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ECONOMIC ANALYSIS:

Thinking about Regulating

by Fred Cederholm

There's been an underlying presumption that the Federal Government can fix anything. What we are seeing now is the direct opposite.
I’ve been thinking about regulating. Actually I’ve been thinking about bubbles, the FED, solutions, equity markets, the real State of our Union, and the Titanic. The hot button story on page one for this week and the next will be the US economy, and what the Federal Government intends to do to forestall a recession (if we are not already in one) or turn things around (if a recession has already begun). The eyes of the nation and world are now fixed on the administration and its actions.

You see, there has been the underlying presumption that the Federal Government can fix anything. What we are seeing now is the direct opposite. When one critically reviews our current crisis of debt, it is not so difficult to realize that Uncle $ugar and his misguided past policies have become not the solution to our ills, but the driving forces behind them. The assumption that more (and bigger) numbers is always better is simply not true! One must look behind the numbers and ask the questions: Is more of “whatever is under examination” a plus, or a minus? Are we as a nation (or a people) better off with more of this, or less of it? Politics and reality are so often in contradiction.

In recent decades, Federal policies have been driven by the phobia that any downturns, or corrections to a boom, must be avoided at all costs. The dot-com bubble and the telecommunications bubble of the 1990s that fed off it were ill-conceived. The internet was hot—very hot. The problem was that out of all those great ideas, slogans, and companies, very few had any clue of how to make a profit and capitalize on the creativity and newness. The prevailing thinking back then was, "Lock in your share(s) of these companies and the profits will follow." Well, they didn’t...and the irrational exuberance behind those bubbles exploded.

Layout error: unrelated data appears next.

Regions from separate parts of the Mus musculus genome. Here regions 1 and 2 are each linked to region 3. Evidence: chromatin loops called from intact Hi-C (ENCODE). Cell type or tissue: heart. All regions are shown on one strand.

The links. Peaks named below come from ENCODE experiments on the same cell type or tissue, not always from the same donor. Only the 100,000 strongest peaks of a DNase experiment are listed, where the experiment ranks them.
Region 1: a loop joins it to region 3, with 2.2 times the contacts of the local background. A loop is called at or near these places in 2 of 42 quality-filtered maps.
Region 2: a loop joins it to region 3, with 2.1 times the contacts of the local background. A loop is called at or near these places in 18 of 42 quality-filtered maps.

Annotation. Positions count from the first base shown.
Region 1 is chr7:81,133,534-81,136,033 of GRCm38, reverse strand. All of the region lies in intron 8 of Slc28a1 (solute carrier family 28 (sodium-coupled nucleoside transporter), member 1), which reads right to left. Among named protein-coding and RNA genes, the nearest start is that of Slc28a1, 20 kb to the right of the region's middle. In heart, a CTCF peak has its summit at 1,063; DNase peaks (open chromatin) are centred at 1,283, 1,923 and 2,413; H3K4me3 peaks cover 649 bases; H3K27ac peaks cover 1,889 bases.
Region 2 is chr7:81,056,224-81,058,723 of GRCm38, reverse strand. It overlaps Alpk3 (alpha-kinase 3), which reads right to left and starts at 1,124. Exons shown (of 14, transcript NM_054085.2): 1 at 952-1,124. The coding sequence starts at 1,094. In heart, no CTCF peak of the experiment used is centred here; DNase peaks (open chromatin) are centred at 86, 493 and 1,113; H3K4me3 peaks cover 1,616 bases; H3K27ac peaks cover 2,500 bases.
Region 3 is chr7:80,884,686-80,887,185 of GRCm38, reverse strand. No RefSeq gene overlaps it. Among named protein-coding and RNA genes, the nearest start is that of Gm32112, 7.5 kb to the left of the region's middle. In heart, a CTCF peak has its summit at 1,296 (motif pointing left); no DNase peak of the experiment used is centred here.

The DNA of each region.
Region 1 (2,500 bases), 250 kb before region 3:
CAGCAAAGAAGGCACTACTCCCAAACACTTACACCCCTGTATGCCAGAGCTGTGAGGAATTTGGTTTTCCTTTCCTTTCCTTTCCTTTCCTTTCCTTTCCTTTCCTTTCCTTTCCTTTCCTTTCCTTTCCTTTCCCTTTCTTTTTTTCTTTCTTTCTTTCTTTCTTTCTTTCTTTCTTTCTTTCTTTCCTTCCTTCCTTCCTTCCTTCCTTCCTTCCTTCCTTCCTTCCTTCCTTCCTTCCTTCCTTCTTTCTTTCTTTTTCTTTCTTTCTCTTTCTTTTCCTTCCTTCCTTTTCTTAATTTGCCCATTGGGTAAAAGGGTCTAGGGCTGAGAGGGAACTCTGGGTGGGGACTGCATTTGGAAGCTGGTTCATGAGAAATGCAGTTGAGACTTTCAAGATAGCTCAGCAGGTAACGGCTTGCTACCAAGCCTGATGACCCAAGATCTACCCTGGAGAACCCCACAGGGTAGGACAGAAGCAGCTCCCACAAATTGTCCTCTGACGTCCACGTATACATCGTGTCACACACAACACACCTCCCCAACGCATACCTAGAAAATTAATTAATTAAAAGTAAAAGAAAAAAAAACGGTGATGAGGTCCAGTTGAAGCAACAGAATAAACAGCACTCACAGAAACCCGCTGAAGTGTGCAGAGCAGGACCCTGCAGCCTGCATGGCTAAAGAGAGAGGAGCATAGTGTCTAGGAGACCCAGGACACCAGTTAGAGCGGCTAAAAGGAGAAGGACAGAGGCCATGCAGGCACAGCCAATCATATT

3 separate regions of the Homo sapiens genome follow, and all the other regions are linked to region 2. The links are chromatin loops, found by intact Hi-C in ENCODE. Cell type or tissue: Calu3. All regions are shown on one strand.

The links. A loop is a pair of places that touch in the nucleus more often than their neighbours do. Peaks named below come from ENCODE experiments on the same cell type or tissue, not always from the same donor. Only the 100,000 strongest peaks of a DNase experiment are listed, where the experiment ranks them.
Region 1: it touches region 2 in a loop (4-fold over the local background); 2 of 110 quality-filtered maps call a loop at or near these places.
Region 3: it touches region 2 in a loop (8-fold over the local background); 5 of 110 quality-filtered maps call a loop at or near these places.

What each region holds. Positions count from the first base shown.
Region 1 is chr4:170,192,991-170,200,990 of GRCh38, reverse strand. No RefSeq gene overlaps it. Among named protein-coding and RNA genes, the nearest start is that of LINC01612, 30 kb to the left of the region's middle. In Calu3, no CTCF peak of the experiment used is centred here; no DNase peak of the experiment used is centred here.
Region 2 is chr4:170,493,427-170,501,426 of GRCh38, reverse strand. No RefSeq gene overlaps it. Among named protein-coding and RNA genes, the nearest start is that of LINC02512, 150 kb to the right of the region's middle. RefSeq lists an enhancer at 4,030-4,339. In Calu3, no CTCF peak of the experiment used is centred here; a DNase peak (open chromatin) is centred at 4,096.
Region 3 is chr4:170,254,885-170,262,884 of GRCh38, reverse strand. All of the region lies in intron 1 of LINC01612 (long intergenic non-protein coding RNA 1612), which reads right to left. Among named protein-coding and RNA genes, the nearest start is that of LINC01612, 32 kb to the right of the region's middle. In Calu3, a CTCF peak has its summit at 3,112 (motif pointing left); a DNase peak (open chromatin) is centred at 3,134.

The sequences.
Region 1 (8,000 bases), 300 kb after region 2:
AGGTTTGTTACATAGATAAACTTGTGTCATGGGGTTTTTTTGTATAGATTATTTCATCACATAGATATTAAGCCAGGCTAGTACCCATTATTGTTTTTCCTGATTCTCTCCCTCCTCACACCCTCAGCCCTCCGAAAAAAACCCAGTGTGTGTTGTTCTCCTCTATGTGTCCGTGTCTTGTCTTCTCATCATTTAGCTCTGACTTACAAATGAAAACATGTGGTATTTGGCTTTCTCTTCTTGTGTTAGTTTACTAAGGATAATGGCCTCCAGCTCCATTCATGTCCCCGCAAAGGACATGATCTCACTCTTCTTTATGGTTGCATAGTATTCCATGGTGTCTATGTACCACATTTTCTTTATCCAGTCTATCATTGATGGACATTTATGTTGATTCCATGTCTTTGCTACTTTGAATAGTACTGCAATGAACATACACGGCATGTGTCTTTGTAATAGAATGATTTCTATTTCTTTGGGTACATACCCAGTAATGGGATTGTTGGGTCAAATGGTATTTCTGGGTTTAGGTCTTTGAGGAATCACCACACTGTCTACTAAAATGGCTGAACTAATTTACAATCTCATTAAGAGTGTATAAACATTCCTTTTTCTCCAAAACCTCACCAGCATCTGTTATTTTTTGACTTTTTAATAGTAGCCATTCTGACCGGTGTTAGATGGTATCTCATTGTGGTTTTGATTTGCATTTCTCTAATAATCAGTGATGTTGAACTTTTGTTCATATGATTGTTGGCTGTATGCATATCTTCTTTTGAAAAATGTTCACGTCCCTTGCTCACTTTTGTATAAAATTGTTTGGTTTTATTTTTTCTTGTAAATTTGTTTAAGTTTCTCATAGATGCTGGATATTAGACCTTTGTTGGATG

The government’s solution to defuse that contraction, compounded by the fears following the attacks of 9-11, was to (again) promote consumption/construction by lowering interest rates below the costs of inflation. This effectively made “borrowing to consume/build” seem like some free ride. “When the going gets tough, the tough go shopping/building” became the motto of that engineered soft landing. Well, replacing one bubble with an even bigger one was NO solution! We are seeing all of the painful repercussions of such a policy strategy now. The difficulty is that the only way to "solve” an all-pervasive debt problem is to pay it down, restructure it (making it longer term), or write it off!

The problem facing the administration now is that the long-term solution will only aggravate the economy in the short run. There is no soft landing available for a debt or over-consumption bubble
The Federal Reserve Bank (the FED) has been the government’s primary force in regulating the ebb and flow of the nation’s economy. Its arsenal consists of monetary and fiscal policy. The money supply and credit availability is either expanded or contracted as called for by the situation. The secondary means to regulate the economy’s pump comes via increasing/decreasing taxation. The problem facing the administration now is that the long-term solution will only aggravate the economy in the short run. There is no soft landing available for a debt or over-consumption bubble.

The equity (stock) markets rise and fall on the perception of the present and the anticipation of the future. Last week saw a continuation of the downward pricings and expectations. The Dow Industrials declined 4.02 %, the broader Standard & Poor's 500 Index dropped 5.41 %, and the tech-weighted Nasdaq Composite Index fell 4.10 %. The first week of 2008 was not much better. These first two weeks’ pricings were perhaps the worst in almost thirty years—across all the exchanges!

The current bubble is more pervasive and larger than anything seen on this planet for a very long time. The packaging (and marketing) of debt-based securities has made this a global problem. A bubble conceived and fed by “liquidity” will not be fixed by more of the same. The solution to the dilemma faced by the White Star Line’s flagship in April of 1912 was not to provide more water and ice, now, was it?

I’m Fred Cederholm and I’ve been thinking. You should be thinking, too.


Copyright 2008 Questions, Inc. All rights reserved. Fred Cederholm is a CPA/CFE, a forensic accountant, and writer. He is a graduate of the University of Illinois (B.A., M.A. and M.A.S.). He can be reached at asklet@rochelle.net.


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This story was published on January 22, 2008.